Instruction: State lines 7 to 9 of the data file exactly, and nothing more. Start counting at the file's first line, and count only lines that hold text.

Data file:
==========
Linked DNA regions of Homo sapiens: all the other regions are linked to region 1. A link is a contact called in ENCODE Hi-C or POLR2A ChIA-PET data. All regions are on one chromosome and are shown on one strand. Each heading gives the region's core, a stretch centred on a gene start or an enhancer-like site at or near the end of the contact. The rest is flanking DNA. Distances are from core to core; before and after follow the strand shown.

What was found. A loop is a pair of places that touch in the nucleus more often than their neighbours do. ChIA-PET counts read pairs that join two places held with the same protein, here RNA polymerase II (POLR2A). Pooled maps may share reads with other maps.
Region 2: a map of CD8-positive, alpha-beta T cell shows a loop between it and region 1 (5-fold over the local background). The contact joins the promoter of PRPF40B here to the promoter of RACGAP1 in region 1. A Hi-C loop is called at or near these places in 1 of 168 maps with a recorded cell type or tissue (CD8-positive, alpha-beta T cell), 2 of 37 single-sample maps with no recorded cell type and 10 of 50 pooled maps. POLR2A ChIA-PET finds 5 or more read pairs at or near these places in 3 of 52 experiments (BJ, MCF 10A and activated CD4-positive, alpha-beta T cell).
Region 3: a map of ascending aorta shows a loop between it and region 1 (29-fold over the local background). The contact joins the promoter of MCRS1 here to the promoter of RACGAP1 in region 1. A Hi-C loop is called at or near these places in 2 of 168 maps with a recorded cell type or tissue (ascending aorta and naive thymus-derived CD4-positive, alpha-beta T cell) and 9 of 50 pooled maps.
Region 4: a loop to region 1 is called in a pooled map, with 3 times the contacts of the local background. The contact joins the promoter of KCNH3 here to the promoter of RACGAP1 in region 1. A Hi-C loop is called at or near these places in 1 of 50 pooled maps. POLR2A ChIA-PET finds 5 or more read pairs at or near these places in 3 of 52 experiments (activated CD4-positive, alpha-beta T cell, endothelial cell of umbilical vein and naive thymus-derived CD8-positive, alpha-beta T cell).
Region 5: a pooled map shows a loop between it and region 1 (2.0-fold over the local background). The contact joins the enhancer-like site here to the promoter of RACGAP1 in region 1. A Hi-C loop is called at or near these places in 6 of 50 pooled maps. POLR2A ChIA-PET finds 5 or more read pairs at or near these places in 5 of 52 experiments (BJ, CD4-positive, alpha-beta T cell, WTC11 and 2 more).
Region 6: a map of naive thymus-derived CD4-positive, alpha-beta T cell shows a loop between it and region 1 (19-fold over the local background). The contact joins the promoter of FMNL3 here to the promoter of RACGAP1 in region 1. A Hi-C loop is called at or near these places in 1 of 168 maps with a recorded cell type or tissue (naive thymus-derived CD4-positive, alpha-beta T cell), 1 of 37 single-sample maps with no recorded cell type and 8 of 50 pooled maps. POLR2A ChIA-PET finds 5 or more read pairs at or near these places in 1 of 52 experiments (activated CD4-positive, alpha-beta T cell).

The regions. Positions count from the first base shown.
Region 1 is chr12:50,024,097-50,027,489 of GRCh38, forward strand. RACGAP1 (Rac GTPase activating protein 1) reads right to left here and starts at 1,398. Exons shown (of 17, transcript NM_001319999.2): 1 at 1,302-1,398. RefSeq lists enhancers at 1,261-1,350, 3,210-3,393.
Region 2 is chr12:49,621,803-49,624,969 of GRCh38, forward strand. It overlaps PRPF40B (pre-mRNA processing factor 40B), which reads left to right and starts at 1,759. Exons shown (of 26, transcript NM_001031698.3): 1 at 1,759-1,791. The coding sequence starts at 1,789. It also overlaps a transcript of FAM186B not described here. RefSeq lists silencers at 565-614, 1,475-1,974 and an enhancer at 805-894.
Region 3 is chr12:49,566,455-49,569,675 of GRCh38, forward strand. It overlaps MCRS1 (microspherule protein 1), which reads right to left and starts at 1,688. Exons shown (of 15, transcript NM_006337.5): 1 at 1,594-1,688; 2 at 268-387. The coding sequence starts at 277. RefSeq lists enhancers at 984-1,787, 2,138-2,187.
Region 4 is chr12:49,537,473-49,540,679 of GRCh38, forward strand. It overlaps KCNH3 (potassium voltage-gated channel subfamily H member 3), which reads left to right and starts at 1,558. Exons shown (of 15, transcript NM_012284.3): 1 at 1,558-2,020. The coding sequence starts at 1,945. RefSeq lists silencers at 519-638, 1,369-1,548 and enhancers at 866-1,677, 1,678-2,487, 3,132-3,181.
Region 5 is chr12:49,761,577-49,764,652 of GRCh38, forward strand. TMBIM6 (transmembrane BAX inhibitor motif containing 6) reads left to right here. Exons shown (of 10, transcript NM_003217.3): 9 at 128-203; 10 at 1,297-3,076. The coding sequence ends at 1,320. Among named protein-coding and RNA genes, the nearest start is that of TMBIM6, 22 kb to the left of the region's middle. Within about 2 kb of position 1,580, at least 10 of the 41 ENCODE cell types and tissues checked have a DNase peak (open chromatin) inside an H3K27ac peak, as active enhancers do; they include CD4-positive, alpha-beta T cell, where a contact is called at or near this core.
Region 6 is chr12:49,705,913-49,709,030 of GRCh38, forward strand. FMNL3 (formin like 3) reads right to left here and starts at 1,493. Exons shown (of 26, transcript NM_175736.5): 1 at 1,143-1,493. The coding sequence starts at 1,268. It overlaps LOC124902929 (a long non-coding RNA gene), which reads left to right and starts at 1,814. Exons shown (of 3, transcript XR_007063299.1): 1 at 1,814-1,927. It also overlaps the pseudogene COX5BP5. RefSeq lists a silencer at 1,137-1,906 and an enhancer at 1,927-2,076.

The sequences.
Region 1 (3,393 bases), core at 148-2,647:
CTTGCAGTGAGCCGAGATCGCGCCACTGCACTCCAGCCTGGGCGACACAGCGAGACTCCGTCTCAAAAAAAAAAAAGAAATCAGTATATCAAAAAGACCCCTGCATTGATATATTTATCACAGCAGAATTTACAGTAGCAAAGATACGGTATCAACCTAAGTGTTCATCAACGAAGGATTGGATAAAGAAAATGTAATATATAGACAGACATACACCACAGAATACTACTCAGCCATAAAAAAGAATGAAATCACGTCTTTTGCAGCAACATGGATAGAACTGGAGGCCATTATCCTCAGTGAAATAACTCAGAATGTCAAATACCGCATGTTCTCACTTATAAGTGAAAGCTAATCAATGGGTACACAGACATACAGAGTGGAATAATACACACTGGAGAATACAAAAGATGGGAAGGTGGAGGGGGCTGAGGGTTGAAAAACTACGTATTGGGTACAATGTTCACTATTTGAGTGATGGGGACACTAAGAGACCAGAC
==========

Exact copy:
Region 6: a map of naive thymus-derived CD4-positive, alpha-beta T cell shows a loop between it and region 1 (19-fold over the local background). The contact joins the promoter of FMNL3 here to the promoter of RACGAP1 in region 1. A Hi-C loop is called at or near these places in 1 of 168 maps with a recorded cell type or tissue (naive thymus-derived CD4-positive, alpha-beta T cell), 1 of 37 single-sample maps with no recorded cell type and 8 of 50 pooled maps. POLR2A ChIA-PET finds 5 or more read pairs at or near these places in 1 of 52 experiments (activated CD4-positive, alpha-beta T cell).

The regions. Positions count from the first base shown.
Region 1 is chr12:50,024,097-50,027,489 of GRCh38, forward strand. RACGAP1 (Rac GTPase activating protein 1) reads right to left here and starts at 1,398. Exons shown (of 17, transcript NM_001319999.2): 1 at 1,302-1,398. RefSeq lists enhancers at 1,261-1,350, 3,210-3,393.